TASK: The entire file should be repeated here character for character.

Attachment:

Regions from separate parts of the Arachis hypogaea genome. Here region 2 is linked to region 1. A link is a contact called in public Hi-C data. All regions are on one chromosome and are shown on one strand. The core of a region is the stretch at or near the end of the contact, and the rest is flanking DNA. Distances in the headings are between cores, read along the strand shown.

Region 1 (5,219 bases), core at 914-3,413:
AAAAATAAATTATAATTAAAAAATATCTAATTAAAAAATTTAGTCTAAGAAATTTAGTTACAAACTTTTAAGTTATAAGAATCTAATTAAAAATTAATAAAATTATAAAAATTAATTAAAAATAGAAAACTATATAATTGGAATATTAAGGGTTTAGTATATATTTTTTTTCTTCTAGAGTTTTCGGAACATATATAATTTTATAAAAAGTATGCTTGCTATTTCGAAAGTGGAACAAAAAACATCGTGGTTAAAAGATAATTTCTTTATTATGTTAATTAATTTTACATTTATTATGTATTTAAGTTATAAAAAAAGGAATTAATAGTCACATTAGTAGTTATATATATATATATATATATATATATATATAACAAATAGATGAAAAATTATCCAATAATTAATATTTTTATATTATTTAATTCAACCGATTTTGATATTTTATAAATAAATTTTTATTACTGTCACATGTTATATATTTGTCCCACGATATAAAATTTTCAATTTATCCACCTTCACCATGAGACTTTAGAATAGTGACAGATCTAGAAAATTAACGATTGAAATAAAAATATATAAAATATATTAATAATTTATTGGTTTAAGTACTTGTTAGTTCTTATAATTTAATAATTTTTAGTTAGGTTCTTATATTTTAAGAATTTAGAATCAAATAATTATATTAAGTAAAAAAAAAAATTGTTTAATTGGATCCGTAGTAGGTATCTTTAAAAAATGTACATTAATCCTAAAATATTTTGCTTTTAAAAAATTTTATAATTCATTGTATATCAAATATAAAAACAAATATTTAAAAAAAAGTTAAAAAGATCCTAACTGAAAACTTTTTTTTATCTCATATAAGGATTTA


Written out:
Regions from separate parts of the Arachis hypogaea genome. Here region 2 is linked to region 1. A link is a contact called in public Hi-C data. All regions are on one chromosome and are shown on one strand. The core of a region is the stretch at or near the end of the contact, and the rest is flanking DNA. Distances in the headings are between cores, read along the strand shown.

Region 1 (5,219 bases), core at 914-3,413:
AAAAATAAATTATAATTAAAAAATATCTAATTAAAAAATTTAGTCTAAGAAATTTAGTTACAAACTTTTAAGTTATAAGAATCTAATTAAAAATTAATAAAATTATAAAAATTAATTAAAAATAGAAAACTATATAATTGGAATATTAAGGGTTTAGTATATATTTTTTTTCTTCTAGAGTTTTCGGAACATATATAATTTTATAAAAAGTATGCTTGCTATTTCGAAAGTGGAACAAAAAACATCGTGGTTAAAAGATAATTTCTTTATTATGTTAATTAATTTTACATTTATTATGTATTTAAGTTATAAAAAAAGGAATTAATAGTCACATTAGTAGTTATATATATATATATATATATATATATATATAACAAATAGATGAAAAATTATCCAATAATTAATATTTTTATATTATTTAATTCAACCGATTTTGATATTTTATAAATAAATTTTTATTACTGTCACATGTTATATATTTGTCCCACGATATAAAATTTTCAATTTATCCACCTTCACCATGAGACTTTAGAATAGTGACAGATCTAGAAAATTAACGATTGAAATAAAAATATATAAAATATATTAATAATTTATTGGTTTAAGTACTTGTTAGTTCTTATAATTTAATAATTTTTAGTTAGGTTCTTATATTTTAAGAATTTAGAATCAAATAATTATATTAAGTAAAAAAAAAAATTGTTTAATTGGATCCGTAGTAGGTATCTTTAAAAAATGTACATTAATCCTAAAATATTTTGCTTTTAAAAAATTTTATAATTCATTGTATATCAAATATAAAAACAAATATTTAAAAAAAAGTTAAAAAGATCCTAACTGAAAACTTTTTTTTATCTCATATAAGGATTTA